If you’re wondering how to meditate, consider this. You’ve heard the expression “lost in thought.” How often does that describe your experience? You can realize you’re not lost when you reclaim the simple role of observer.
Often, every thought that arises in consciousness can seem so enthralling that you feel you must follow it. There is another way. Your natural insight and presence, as Click and Clack like to say is “unencumbered by rational thought.”
Clearly, rational thought has its uses and value, yet surprisingly, it can also be an encumbrance. Here’s why. Just as classical Newtonian physics accurately described the world for centuries, when more sophisticated instrumentation appeared, a deeper level of reality was discovered.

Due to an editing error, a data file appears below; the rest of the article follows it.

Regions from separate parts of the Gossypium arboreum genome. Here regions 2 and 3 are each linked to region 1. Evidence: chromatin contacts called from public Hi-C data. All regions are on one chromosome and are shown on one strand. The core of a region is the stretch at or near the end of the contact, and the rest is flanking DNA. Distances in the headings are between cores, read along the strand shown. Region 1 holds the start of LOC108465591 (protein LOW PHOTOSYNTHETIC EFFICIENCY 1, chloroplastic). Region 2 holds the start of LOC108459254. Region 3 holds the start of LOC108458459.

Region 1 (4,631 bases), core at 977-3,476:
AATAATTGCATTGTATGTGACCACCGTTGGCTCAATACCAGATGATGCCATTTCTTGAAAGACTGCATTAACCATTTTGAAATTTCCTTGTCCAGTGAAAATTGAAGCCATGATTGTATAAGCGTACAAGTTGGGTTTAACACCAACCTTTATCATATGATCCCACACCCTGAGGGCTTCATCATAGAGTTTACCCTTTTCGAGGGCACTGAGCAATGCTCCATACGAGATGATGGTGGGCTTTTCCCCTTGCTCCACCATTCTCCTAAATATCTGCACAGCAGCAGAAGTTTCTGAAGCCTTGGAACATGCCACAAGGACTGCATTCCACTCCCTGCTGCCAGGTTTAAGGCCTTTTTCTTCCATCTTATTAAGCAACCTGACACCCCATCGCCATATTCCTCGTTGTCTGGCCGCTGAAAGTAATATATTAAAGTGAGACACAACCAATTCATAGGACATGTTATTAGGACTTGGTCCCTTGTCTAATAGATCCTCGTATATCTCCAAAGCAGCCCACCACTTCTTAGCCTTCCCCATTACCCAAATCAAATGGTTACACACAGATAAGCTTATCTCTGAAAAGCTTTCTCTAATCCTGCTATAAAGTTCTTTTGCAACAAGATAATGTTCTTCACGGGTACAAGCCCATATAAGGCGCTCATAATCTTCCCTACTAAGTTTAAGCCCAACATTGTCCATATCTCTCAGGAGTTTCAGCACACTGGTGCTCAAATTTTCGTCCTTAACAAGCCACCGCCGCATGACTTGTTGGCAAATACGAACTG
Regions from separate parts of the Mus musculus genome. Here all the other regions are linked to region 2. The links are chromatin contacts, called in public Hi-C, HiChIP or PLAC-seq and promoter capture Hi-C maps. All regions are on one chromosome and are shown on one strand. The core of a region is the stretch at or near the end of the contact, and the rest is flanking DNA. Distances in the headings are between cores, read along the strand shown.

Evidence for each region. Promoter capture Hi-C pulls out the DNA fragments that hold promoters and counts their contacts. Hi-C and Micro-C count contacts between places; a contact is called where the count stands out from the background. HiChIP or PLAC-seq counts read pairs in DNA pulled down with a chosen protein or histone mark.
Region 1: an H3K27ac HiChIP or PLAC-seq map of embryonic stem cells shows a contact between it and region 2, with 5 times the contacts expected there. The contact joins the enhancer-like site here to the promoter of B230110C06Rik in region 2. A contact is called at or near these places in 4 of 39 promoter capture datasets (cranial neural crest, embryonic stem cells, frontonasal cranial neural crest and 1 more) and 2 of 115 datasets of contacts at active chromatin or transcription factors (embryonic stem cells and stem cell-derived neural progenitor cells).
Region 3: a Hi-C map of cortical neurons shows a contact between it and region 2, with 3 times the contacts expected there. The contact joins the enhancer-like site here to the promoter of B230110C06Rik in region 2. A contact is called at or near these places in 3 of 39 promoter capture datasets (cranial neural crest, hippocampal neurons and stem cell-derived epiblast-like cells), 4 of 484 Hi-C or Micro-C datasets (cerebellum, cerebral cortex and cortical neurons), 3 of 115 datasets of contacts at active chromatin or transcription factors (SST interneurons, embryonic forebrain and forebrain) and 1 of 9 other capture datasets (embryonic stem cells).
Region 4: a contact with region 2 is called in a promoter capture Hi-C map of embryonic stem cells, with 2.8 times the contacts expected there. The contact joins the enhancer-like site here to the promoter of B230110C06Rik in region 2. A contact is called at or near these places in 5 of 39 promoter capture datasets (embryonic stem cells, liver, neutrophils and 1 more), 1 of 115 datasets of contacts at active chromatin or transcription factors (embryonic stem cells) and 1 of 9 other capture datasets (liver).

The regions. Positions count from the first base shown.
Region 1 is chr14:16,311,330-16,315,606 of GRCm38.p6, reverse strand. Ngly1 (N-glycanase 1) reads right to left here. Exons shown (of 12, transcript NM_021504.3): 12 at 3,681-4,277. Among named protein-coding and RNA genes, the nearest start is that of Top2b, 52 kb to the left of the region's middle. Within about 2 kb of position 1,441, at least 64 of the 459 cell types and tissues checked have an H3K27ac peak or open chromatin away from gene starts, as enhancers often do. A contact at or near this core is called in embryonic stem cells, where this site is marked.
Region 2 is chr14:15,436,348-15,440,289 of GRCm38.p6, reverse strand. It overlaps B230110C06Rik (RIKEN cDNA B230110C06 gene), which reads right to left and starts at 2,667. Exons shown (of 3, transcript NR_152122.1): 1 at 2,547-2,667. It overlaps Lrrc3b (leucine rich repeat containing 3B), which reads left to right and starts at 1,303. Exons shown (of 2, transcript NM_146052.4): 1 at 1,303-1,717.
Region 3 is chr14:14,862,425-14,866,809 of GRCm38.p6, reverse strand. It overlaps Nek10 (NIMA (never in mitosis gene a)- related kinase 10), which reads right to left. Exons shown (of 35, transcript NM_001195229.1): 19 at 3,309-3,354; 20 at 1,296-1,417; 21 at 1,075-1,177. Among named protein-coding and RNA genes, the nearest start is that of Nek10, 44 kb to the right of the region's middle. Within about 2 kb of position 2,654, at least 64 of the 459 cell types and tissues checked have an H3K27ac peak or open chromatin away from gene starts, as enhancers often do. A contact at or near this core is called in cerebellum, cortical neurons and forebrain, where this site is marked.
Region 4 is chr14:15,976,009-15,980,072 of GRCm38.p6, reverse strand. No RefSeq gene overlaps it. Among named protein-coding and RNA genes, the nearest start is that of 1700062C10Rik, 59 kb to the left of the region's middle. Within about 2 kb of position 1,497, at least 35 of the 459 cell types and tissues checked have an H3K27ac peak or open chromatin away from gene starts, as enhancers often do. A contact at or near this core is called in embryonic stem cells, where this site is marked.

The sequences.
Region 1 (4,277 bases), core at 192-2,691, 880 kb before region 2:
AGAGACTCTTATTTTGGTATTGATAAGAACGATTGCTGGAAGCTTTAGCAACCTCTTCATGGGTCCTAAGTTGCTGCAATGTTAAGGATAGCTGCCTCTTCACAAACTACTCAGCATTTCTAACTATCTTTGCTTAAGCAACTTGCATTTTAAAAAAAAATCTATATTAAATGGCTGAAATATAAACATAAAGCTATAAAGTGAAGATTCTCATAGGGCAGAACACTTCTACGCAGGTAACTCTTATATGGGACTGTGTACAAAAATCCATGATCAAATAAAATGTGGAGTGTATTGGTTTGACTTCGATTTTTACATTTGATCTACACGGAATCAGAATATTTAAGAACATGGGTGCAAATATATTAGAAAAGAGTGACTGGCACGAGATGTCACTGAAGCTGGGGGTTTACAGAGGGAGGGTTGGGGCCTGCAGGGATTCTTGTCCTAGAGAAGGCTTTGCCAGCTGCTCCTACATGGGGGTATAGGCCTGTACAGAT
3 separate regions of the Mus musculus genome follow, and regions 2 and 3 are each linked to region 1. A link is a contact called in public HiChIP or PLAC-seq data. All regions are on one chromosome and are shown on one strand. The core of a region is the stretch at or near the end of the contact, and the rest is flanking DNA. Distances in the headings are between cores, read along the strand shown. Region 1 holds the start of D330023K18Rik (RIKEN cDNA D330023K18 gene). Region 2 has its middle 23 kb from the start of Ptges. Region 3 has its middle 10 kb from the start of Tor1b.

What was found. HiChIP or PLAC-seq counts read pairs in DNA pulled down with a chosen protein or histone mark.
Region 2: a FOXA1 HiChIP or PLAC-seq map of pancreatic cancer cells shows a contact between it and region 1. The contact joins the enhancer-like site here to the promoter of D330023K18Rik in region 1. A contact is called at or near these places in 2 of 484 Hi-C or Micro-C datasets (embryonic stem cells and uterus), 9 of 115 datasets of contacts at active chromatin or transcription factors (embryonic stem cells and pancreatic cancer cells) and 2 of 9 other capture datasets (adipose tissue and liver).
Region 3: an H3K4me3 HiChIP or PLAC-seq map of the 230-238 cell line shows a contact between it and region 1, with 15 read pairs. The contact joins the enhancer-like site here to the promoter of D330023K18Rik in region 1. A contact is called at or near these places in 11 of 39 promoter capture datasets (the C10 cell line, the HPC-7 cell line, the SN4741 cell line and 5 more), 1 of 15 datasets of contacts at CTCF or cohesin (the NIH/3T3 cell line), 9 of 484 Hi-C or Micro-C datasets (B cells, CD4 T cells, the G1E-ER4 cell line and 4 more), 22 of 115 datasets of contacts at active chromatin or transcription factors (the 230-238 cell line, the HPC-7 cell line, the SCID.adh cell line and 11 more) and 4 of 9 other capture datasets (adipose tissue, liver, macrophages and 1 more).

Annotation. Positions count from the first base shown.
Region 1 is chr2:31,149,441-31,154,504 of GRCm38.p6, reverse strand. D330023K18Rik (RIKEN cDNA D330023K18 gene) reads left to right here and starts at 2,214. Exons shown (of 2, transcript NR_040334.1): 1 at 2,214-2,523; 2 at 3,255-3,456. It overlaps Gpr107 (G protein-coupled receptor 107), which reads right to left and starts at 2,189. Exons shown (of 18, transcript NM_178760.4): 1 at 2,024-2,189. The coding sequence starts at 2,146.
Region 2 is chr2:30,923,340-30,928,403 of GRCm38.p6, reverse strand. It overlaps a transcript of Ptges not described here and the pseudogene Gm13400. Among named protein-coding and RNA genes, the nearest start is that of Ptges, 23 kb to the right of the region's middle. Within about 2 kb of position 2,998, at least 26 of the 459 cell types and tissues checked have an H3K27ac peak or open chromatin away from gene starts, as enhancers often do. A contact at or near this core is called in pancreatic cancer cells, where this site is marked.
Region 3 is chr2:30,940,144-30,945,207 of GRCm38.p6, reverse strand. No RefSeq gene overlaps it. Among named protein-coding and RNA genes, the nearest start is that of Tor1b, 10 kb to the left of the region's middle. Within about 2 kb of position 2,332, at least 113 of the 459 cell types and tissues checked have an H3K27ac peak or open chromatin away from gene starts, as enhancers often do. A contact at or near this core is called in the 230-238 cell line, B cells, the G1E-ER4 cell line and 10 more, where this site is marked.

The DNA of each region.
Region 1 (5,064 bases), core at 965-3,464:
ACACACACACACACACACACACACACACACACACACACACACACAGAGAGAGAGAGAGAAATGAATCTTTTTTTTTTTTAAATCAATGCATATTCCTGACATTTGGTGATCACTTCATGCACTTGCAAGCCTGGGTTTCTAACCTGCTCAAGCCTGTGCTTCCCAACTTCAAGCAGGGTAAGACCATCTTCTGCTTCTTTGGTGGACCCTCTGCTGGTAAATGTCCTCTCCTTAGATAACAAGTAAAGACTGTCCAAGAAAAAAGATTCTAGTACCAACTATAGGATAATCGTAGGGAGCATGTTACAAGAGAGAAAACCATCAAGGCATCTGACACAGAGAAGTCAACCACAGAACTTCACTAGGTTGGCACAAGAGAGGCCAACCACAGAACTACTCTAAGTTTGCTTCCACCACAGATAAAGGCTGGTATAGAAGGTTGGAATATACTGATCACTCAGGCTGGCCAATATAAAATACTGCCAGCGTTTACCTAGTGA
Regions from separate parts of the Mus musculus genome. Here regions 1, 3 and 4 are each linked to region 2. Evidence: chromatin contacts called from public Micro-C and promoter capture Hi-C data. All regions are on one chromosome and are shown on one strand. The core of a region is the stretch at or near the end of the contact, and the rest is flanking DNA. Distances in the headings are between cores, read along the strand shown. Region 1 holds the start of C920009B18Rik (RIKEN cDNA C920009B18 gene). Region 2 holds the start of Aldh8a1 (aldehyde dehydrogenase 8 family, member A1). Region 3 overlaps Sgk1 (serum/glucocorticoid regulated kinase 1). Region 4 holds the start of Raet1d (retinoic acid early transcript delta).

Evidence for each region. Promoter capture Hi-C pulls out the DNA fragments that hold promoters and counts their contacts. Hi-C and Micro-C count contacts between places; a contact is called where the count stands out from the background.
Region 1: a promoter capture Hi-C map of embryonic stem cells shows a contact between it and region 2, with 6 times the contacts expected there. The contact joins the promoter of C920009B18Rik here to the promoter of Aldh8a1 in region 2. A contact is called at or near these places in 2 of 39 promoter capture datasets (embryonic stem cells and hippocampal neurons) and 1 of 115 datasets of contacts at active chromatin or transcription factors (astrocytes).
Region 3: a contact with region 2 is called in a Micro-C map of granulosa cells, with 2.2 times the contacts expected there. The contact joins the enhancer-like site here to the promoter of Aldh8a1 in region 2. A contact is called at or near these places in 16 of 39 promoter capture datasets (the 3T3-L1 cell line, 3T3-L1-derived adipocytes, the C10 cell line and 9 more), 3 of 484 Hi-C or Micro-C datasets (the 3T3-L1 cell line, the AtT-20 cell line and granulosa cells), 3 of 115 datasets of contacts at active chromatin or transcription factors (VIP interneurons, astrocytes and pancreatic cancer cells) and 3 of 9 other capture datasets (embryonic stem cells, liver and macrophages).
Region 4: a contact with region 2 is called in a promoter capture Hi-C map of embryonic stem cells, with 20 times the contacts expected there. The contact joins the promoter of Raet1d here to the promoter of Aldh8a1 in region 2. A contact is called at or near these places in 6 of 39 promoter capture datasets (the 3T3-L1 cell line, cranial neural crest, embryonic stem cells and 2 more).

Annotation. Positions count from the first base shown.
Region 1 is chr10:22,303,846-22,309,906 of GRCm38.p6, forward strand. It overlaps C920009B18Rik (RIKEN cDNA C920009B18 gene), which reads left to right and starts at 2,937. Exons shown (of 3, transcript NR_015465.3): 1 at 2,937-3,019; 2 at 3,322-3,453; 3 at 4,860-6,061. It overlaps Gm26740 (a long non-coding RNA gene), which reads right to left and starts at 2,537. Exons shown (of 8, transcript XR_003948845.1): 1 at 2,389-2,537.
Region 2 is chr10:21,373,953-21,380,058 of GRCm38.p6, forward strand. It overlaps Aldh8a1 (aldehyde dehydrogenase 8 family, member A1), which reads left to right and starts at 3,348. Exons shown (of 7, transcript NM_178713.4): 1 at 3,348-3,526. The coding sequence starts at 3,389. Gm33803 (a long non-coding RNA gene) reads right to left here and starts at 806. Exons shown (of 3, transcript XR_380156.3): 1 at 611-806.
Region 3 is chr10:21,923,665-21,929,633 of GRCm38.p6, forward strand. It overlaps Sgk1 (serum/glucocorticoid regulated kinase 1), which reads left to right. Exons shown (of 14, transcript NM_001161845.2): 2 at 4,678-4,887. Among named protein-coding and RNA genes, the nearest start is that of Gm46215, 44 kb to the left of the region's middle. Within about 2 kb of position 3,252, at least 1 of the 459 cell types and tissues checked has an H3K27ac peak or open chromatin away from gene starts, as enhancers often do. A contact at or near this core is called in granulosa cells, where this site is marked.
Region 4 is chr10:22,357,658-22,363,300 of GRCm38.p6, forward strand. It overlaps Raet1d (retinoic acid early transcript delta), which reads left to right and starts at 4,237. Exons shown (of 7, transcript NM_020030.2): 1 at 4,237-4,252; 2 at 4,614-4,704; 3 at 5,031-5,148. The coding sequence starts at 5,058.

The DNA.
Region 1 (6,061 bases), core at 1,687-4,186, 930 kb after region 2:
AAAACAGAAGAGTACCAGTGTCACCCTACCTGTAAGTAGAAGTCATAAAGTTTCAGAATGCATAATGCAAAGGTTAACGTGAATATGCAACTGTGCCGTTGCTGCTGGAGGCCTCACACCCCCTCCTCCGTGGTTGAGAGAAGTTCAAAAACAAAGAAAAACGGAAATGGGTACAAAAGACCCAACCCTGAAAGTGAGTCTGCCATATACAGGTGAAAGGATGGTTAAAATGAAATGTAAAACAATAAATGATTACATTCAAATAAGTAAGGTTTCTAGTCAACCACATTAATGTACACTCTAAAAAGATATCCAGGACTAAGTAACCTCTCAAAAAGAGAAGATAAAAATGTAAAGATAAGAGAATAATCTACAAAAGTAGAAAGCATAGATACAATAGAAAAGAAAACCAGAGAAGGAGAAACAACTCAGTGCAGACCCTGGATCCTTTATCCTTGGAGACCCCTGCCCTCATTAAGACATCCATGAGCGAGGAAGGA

The limitation of rational thought says Alan Watts, is that we are always reasoning from the known to the known. Rational thought is a construct. When we read or say the word “red” we understand we are representing the color. As Shakespeare remarked, a rose by any name smells as sweet. So we need to dissociate language and reality to perceive and experience directly.
The Direct Experience
The direct wordless experience of an idea or problem reveals vistas heretofore unknown. Continue reading